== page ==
Saudi Arabia's era of entertainment has seen the kingdom host jam-packed concerts headlined by international celebs. But this interest in hosting and supporting art seems to dwindle when it comes to local artists.
Authorities recently called for the arrest of Saudi rapper Asayel Slay over her music video "Mecca Girl." In it, she raps about women in the kingdom's holy city of Mecca, Islam's most sacred site where millions go to perform the annual Islamic pilgrimage.
The music video was released on YouTube last week and seems to have upset some locals and Saudi authorities. Soon after its release, Mecca's governor Khaled al-Faisal ordered the arrest of the people behind the video, saying the song "insults the customs of Mecca." He also used the hashtag "they're not the girls of Mecca" to reiterate his stance.
Though some launched a hashtag in solidarity with the rapper, others subjected her to a scathing attack, accusing her of "misrepresenting Saudi women" and "going against Saudi values."
In their comment on the matter, Amnesty International criticized Saudi Arabia over the news of Asayel's arrest.
All the backlash and the fact that the Saudi rapper might now face jail time over her music led us to question the double standards applied to local vs. international artists in the kingdom.
In recent years, the conservative country hosted a Mariah Carey concert and other events featuring Janet Jackson, 50 Cent, and Chris Brown.
The first wants a man as a Christmas present, the second has an album cover while topless with hands covering her breasts, the third is named after money and sings about making women lick lollipops, and the last one is known for beating women.
But it's a bit inappropriate for a local artist who's born and raised in Mecca to sing about her city, show people what it's like there, and empower Saudi women in general.
The kingdom also invited the one and only queen of rap Nicki Minaj to perform a concert despite her background and regardless of the fact that Saudis were left polarized by the announcement of her performance. At the time, many felt this specific concert would violate Saudi rules and go against norms. At the end of the day, the star has her own alcoholic beverage, MYX, and uses profanity as well as sexual and drug innuendos in her songs. The queen and the kingdom couldn't stand any further from each other on the spectrum of morality.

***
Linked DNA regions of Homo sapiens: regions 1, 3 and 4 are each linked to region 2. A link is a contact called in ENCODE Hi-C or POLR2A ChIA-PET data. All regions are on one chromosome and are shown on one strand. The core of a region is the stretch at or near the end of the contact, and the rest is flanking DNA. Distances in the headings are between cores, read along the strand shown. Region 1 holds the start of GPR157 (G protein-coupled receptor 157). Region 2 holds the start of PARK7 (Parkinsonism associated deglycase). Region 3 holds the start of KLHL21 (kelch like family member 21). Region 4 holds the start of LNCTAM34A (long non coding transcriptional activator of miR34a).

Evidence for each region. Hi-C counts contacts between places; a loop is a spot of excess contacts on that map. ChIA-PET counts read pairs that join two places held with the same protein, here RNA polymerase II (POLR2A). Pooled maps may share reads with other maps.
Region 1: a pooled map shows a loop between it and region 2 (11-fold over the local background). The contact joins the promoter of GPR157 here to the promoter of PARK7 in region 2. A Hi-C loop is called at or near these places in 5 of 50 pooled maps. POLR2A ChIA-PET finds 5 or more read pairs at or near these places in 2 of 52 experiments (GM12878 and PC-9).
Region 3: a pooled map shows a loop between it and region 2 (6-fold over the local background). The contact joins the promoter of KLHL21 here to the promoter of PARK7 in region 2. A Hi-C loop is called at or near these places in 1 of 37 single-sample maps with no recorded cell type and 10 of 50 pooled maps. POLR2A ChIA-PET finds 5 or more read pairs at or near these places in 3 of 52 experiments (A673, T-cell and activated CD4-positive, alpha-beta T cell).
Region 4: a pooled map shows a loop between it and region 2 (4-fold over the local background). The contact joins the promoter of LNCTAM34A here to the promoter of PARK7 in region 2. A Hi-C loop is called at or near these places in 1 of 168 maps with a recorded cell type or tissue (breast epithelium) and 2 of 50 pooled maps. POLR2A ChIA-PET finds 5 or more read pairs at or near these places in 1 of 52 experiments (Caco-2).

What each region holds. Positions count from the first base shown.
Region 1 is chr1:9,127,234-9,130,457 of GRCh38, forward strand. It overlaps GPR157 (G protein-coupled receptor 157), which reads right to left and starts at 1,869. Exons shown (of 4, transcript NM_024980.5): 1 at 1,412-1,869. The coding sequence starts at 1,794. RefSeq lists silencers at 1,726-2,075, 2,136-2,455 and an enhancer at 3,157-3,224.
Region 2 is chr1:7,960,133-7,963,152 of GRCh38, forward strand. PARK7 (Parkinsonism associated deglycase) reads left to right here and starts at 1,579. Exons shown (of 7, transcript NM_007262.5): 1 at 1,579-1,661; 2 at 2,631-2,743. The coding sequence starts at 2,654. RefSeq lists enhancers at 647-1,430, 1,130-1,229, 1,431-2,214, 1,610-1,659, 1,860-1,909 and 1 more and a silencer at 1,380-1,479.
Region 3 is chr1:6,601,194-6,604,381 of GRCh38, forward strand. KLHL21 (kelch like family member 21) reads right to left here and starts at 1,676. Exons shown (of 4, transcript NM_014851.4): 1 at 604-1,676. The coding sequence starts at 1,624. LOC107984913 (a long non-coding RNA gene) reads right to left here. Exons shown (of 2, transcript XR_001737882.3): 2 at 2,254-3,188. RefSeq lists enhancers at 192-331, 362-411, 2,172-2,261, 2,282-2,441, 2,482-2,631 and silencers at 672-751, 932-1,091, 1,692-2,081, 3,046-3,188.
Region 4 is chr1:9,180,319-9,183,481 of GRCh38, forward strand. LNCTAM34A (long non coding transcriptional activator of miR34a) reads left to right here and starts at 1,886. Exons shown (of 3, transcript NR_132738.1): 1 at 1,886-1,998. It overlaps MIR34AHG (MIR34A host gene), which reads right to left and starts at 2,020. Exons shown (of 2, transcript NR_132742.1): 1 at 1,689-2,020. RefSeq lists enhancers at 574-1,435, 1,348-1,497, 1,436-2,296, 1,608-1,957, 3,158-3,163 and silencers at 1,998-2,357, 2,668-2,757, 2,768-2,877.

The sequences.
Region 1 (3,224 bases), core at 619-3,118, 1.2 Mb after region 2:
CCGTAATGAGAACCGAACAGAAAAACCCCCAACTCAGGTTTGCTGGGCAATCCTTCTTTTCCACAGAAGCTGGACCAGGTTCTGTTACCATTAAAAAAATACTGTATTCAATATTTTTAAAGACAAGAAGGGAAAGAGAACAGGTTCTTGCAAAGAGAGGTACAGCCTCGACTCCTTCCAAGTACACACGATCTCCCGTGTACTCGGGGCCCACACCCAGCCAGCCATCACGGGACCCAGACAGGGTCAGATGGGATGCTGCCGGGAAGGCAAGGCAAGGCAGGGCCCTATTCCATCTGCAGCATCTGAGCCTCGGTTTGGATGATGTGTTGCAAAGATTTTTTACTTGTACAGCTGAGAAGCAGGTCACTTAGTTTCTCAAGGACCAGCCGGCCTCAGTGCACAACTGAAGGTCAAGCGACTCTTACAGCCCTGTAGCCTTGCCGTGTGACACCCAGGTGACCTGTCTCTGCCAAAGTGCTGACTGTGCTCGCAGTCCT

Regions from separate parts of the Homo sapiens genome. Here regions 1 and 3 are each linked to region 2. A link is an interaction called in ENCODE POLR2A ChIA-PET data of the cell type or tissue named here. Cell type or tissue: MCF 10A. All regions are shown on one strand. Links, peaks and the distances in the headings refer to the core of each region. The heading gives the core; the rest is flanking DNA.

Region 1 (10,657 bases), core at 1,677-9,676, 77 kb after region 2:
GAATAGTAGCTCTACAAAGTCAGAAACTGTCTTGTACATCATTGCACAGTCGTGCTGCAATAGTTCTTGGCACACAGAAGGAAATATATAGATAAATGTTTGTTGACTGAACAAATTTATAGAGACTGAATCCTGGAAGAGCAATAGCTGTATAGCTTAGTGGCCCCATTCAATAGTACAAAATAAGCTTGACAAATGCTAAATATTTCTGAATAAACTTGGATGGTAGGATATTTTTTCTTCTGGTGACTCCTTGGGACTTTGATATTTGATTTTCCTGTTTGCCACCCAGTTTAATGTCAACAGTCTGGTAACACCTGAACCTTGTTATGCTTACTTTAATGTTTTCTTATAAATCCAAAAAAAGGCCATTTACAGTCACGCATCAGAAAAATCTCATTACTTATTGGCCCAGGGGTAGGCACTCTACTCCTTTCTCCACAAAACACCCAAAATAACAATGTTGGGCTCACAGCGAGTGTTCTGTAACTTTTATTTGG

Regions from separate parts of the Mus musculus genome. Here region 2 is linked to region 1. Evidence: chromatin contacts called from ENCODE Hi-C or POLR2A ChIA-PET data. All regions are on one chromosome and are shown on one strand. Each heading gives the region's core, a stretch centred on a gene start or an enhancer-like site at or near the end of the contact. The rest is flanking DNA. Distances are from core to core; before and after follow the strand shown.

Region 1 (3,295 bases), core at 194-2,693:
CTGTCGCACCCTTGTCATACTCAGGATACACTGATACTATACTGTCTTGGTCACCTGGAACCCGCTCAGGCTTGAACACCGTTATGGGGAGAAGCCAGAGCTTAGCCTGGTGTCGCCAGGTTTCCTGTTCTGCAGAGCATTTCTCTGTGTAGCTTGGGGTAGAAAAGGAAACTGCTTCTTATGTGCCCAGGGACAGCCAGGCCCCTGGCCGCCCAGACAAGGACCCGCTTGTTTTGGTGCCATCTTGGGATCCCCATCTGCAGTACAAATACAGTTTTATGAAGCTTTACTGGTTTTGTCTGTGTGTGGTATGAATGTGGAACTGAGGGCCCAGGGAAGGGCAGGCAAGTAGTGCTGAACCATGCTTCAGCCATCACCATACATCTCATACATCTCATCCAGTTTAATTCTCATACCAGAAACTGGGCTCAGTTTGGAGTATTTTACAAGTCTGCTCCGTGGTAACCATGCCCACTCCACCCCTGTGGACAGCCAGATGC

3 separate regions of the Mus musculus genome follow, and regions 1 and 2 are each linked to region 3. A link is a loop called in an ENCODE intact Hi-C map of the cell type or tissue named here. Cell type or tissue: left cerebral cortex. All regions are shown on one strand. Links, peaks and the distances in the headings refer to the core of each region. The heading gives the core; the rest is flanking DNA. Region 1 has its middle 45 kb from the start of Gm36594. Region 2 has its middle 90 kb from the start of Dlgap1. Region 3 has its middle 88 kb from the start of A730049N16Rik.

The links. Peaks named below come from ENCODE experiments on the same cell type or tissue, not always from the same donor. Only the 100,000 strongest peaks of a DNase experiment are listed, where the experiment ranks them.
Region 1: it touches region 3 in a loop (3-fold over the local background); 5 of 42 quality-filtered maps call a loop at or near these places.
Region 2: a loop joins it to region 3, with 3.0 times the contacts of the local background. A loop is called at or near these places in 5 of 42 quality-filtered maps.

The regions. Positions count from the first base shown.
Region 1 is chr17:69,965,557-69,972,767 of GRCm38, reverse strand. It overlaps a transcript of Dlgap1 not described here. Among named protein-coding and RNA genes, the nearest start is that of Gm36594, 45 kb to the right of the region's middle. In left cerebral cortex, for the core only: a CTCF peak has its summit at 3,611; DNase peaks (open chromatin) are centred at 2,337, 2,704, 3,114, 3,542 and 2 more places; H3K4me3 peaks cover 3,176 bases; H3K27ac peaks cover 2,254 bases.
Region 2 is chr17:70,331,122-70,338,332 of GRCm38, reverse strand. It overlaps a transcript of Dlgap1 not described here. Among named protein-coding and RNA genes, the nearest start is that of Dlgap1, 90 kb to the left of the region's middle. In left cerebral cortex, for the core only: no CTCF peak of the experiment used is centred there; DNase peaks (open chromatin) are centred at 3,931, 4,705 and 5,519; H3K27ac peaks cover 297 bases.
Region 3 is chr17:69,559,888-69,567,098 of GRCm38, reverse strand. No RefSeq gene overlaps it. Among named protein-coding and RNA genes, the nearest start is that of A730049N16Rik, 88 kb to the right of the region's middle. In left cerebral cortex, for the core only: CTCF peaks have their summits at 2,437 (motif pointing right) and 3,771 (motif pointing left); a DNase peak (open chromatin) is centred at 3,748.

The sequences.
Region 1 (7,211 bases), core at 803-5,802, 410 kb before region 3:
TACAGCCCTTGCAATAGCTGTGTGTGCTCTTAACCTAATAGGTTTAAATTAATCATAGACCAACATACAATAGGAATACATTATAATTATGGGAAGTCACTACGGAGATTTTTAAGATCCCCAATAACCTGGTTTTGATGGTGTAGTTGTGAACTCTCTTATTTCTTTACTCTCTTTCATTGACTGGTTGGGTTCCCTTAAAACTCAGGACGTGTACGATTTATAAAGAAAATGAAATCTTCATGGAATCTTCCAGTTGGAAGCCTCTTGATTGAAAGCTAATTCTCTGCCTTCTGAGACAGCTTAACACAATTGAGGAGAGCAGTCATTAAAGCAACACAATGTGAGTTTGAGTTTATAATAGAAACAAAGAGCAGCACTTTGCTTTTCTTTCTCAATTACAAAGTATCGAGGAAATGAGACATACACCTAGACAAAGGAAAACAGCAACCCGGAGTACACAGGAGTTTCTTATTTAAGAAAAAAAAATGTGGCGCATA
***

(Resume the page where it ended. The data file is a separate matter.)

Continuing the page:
Saudis' criticism did not lead to the cancelation of Minaj's concert though (she later backed out of the gig), so why would backlash over Asayel's music video lead to action being taken against her?
The message sent by such double standards only serves to confuse local artists and female talent over their role in the country. The latter appears to be embracing change and leaping into the future while still clinging on to extreme censorship.
Saudi Arabia has made major decisions to reintroduce music and entertainment to the kingdom after decades of them being banned. But those won't be enough until local talent of all backgrounds and genders are given the freedom to create music and perform in their own country.
A country that only imports is a bankrupt country; look at Lebanon for example. The only good thing going on for the tiny Middle Eastern nation is its endless eclectic repertoire of musicians and singers. The land of legends like Fairouz, Al Rahabina, and Wadih El Safi is also the home of modern stars like Nancy Ajram, Najwa Karam, and Wael Kfoury.
It's time Saudi Arabia considers young artists as viable assets to invest in and be proud of; their names will live on and the kingdom's flag will flutter on every stage they take.
Despite setbacks, the kingdom continues to make strides in entertainment
The setbacks taking place don't erase the fact that the country is trying hard to rebuild an entertainment sector that was practically non-existent between the late 1970s and early 2000s.
In just a few years, the country launched an Entertainment Authority, lifted bans on concerts and cinemas, and hosted musical events of every kind.
The kingdom's Minister of Culture Prince Badr bin Abdullah bin Farhan just appointed Saudi musician Jihad Al-Khalidi as CEO, the first woman to head the country's first-ever Music Commission which will be tasked with developing the Saudi music sector.
It's true that all these changes might've been overwhelming and too quick for some who are finding it hard to adjust to the modern Saudi Arabia. Nevertheless, their criticism of singers (especially local talent) taking part in these changes shouldn't lead to legal action being taken against any artist.